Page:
It’s 3 p.m.! Let The A.V. Club briefly make use of the waning hours of your productivity with some pop culture ephemera pulled from the depths of YouTube.

For years, comedians and comedy fans openly pondered why someone as brilliant as Norm MacDonald hadn’t yet been given his own talk show. In the end, it took a platform as risk-taking as Netflix to make it happen—Norm MacDonald Has A Show premieres later this year—because, well, Norm doesn’t really like being told what to do.

Advertisement

Case in point: In 2013, Norm launched Norm MacDonald Live, a partnership with Jash and YouTube that found a slovenly Norm, often clad in sweatshirts and baseball caps, interviewing celebrities on a low-rent set alongside dopey sidekick Adam Eget. It was a perfect fit, as Norm didn’t have to adopt the formal, family-friendly milieu of the late-night scene. As the host, he led guests down bizarre paths, relentlessly bullied Eget, and regularly drew gasps with his astoundingly profane jokes. Still, something’s gotta keep those studio lights on, and that something was, at least in the first season, the ManGrate.

The ManGrate, a cast iron grilling grate that promises “real steakhouse flavor,” sponsored the show in its early going, meaning Norm was forced to read the company’s marketing copy onscreen, a task he simply could not do without making his guests lose their absolute shit. Of course, Norm being Norm, he leaned into his ain’t-I-a-stinker charm by bellowing boilerplate phrases like “no more dry meat!” and “no more flare-ups!” before cheekily asking his guests why they would laugh and “make a mockery of the ManGrate.”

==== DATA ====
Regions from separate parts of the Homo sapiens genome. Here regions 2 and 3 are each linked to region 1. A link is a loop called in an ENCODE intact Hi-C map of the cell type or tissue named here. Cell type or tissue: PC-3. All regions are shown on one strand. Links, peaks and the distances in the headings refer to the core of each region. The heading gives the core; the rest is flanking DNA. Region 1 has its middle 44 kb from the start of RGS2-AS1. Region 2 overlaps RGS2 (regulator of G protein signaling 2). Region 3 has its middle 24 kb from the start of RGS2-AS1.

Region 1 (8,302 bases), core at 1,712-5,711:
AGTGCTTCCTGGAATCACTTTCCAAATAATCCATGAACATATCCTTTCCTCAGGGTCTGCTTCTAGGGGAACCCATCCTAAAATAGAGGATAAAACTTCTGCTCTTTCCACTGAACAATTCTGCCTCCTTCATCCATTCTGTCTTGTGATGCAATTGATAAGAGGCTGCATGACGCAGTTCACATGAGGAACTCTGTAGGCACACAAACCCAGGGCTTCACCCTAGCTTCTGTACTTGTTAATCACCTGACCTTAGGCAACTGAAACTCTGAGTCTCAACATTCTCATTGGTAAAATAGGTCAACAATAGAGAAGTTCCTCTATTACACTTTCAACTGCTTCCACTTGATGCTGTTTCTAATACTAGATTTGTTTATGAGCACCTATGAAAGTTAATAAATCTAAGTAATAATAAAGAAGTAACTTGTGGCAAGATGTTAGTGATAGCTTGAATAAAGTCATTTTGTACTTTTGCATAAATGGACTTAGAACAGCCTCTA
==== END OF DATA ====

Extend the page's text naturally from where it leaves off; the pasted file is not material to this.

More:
Elsewhere in the promos, he would break from the script to denigrate the copy (“You can put chicken on it or steak...that’s not that unique”), ask about Andy Dick’s dead family, say things like “fat, plumpy, delicious cock,” and let Nick Swardson do his impression of Don Knotts having kinky sex. ManGrate, understandably, pulled its sponsorship after a few episodes.

Advertisement

The above compilation—created by D. Brooks—not only captures Norm’s Mangrate shilling in all its glory, but also the chaotic, profane nature of Norm MacDonald Live in its earliest iteration, before Norm presumably got a slap on the wrist and began promoting in earnest. Nowhere will you find a more pure distillation of the comedian’s id than in the series’ first six episodes, each of which, as you can see in the compilation, is filled with genuine, spontaneous laughter.

Also, having tested it, the ManGrate absolutely succeeds in delivering that “real steakhouse flavor.” Everybody wins.